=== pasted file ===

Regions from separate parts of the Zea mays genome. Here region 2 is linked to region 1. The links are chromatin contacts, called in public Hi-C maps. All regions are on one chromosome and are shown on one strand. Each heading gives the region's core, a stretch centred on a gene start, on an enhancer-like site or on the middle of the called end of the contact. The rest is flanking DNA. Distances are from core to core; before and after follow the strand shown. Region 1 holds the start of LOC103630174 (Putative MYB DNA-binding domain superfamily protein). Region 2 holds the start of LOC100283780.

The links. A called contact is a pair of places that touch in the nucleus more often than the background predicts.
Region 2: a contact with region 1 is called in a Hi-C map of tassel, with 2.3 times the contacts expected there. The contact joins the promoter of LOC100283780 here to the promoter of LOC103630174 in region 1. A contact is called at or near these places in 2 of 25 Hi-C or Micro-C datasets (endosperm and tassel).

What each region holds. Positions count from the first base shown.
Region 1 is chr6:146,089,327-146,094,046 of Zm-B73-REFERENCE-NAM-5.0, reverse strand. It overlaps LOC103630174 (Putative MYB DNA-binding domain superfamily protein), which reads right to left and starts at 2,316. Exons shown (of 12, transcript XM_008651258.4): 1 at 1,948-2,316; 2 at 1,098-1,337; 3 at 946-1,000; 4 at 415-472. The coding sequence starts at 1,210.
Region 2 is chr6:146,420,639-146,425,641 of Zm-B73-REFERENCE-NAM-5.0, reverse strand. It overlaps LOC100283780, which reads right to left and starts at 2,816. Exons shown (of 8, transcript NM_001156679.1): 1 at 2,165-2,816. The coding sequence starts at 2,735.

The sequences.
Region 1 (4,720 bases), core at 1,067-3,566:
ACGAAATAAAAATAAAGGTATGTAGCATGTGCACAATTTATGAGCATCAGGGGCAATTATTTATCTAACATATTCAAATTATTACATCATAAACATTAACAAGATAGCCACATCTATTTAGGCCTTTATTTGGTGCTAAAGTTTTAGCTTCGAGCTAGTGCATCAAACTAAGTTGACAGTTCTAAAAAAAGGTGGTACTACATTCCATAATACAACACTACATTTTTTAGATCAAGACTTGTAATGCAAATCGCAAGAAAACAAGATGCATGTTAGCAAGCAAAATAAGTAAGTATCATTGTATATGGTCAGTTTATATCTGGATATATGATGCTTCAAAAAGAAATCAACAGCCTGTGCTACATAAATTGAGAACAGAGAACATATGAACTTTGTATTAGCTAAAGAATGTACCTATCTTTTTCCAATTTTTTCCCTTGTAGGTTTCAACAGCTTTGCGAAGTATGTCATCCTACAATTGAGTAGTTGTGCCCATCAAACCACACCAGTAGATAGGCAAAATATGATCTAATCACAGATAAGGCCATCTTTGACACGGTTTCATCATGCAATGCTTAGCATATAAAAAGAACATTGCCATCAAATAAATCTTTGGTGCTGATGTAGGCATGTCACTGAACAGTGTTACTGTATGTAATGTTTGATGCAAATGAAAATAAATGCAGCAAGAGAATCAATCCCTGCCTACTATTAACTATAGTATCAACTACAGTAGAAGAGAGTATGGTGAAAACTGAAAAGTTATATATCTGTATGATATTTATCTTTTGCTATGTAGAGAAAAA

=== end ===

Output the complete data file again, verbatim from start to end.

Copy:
Regions from separate parts of the Zea mays genome. Here region 2 is linked to region 1. The links are chromatin contacts, called in public Hi-C maps. All regions are on one chromosome and are shown on one strand. Each heading gives the region's core, a stretch centred on a gene start, on an enhancer-like site or on the middle of the called end of the contact. The rest is flanking DNA. Distances are from core to core; before and after follow the strand shown. Region 1 holds the start of LOC103630174 (Putative MYB DNA-binding domain superfamily protein). Region 2 holds the start of LOC100283780.

The links. A called contact is a pair of places that touch in the nucleus more often than the background predicts.
Region 2: a contact with region 1 is called in a Hi-C map of tassel, with 2.3 times the contacts expected there. The contact joins the promoter of LOC100283780 here to the promoter of LOC103630174 in region 1. A contact is called at or near these places in 2 of 25 Hi-C or Micro-C datasets (endosperm and tassel).

What each region holds. Positions count from the first base shown.
Region 1 is chr6:146,089,327-146,094,046 of Zm-B73-REFERENCE-NAM-5.0, reverse strand. It overlaps LOC103630174 (Putative MYB DNA-binding domain superfamily protein), which reads right to left and starts at 2,316. Exons shown (of 12, transcript XM_008651258.4): 1 at 1,948-2,316; 2 at 1,098-1,337; 3 at 946-1,000; 4 at 415-472. The coding sequence starts at 1,210.
Region 2 is chr6:146,420,639-146,425,641 of Zm-B73-REFERENCE-NAM-5.0, reverse strand. It overlaps LOC100283780, which reads right to left and starts at 2,816. Exons shown (of 8, transcript NM_001156679.1): 1 at 2,165-2,816. The coding sequence starts at 2,735.

The sequences.
Region 1 (4,720 bases), core at 1,067-3,566:
ACGAAATAAAAATAAAGGTATGTAGCATGTGCACAATTTATGAGCATCAGGGGCAATTATTTATCTAACATATTCAAATTATTACATCATAAACATTAACAAGATAGCCACATCTATTTAGGCCTTTATTTGGTGCTAAAGTTTTAGCTTCGAGCTAGTGCATCAAACTAAGTTGACAGTTCTAAAAAAAGGTGGTACTACATTCCATAATACAACACTACATTTTTTAGATCAAGACTTGTAATGCAAATCGCAAGAAAACAAGATGCATGTTAGCAAGCAAAATAAGTAAGTATCATTGTATATGGTCAGTTTATATCTGGATATATGATGCTTCAAAAAGAAATCAACAGCCTGTGCTACATAAATTGAGAACAGAGAACATATGAACTTTGTATTAGCTAAAGAATGTACCTATCTTTTTCCAATTTTTTCCCTTGTAGGTTTCAACAGCTTTGCGAAGTATGTCATCCTACAATTGAGTAGTTGTGCCCATCAAACCACACCAGTAGATAGGCAAAATATGATCTAATCACAGATAAGGCCATCTTTGACACGGTTTCATCATGCAATGCTTAGCATATAAAAAGAACATTGCCATCAAATAAATCTTTGGTGCTGATGTAGGCATGTCACTGAACAGTGTTACTGTATGTAATGTTTGATGCAAATGAAAATAAATGCAGCAAGAGAATCAATCCCTGCCTACTATTAACTATAGTATCAACTACAGTAGAAGAGAGTATGGTGAAAACTGAAAAGTTATATATCTGTATGATATTTATCTTTTGCTATGTAGAGAAAAA